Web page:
A one-to-one program done slowly—and right

Superintendent Steven Webb’s successful one-to-one rollout could serve as a roadmap for districts

webb-leadership

Dr. Steven Webb’s rise as a visionary leader in K-12 education is as much a credit to his listening skills as it is to his leadership skills. Before the board of Vancouver Public Schools adopted the strategic plan for the district’s digital transformation in 2008, they did extensive public outreach to ensure that every community in the district had an opportunity to be heard. “What’s happening at our district isn’t my vision,” remarks Webb. “It isn’t the board’s vision. It’s the community’s vision for their children.”

It makes sense. If your district’s digital transformation supports a scalable personalized learning initiative, how personalized can it be if it’s a top-down, one-size-fits-all plan that doesn’t take into account the specific needs of the community?

The district collected more than 2,000 separate sets of input from a variety of different engagement strategies, including focus groups with targeted audiences, such as parents and students in unique populations they might not have heard from otherwise.…Read More

Why overwhelmed educators should stick to these simple tech tools

Tech is shifting faster than teacher training can keep up. The solution is to keep it simple

simple-overhelmed-teacherI recently had the pleasure of spending a few hours in a friend’s classroom where I introduced her students to technology applications that would engage them in “showing what they know” at different points in their learning. Having worked with this teacher for many years, I had always considered her a technology pioneer.

So it came as something of a surprise when, planning for our time together, she confided in me that she no longer felt empowered by technology so much as overwhelmed by it. Looking back, it’s easy to see how this could have happened.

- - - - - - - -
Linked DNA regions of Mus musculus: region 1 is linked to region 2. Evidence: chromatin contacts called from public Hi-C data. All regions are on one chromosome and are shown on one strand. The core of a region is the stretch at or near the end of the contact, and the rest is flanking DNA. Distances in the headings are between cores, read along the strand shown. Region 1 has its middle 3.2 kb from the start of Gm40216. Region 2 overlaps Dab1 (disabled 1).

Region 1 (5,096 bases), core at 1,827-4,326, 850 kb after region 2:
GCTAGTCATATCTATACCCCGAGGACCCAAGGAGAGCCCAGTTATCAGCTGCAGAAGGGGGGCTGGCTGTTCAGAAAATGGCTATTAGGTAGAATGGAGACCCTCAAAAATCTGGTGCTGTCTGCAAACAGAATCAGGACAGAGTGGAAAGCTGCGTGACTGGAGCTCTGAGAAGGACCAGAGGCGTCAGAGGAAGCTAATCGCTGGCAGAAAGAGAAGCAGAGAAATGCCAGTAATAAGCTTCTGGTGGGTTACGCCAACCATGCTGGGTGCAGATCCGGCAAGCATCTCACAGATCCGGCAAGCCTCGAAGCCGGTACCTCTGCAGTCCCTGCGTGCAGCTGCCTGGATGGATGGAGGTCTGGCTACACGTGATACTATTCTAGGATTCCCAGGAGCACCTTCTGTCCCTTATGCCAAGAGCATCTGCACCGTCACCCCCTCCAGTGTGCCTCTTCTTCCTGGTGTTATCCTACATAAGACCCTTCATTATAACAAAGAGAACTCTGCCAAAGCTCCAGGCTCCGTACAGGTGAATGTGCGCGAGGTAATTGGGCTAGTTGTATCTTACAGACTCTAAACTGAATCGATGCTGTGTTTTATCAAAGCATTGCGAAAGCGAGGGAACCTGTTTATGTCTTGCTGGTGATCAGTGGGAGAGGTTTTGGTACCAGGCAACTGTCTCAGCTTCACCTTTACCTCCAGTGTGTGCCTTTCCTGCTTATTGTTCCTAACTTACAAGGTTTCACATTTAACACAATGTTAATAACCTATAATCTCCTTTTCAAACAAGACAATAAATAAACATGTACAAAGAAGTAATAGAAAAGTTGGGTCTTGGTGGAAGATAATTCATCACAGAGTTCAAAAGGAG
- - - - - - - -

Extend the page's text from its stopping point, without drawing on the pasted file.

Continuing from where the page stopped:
When our new wireless network went live early last year, the choice of which applications and technologies to use was no longer limited by bandwidth issues. Our Board of Education then announced we were now a Bring Your Own Device (BYOD) district, but did not provide the professional development time to support this initiative. My friend was overwhelmed by the plethora of tools available. She needed guidance on selection and advice in where the potholes were in introducing these tools to her students. She knew enough to know there are always “snags” when technology gets introduced, but no longer felt confident in navigating those snags.…Read More

5 steps to move technology purchasing into the 21st century

Choosing and buying the right technology can be a daunting process, especially if you don’t know where to begin

technology-procurementWith marketplaces such as Amazon, eBay, Google Marketplace, AirBNB, and OpenTable, it’s quite conceivable to think purchasing educational technology for the 116,000 schools across the United States in a $12B market would be as easy as buying a toothbrush online. Point. Click. Buy.

Rather the opposite is true. Ed tech procurement is a very analog process in a very digital world. I have seen this as Superintendent of the Howard-Winneshiek Community School District (Howard-Winn) in rural northeast Iowa. Investments in ed tech companies reached historic levels rising to $2 billion in 2014. The choice and innovation is great, but finding and buying even simple things can tax our resources.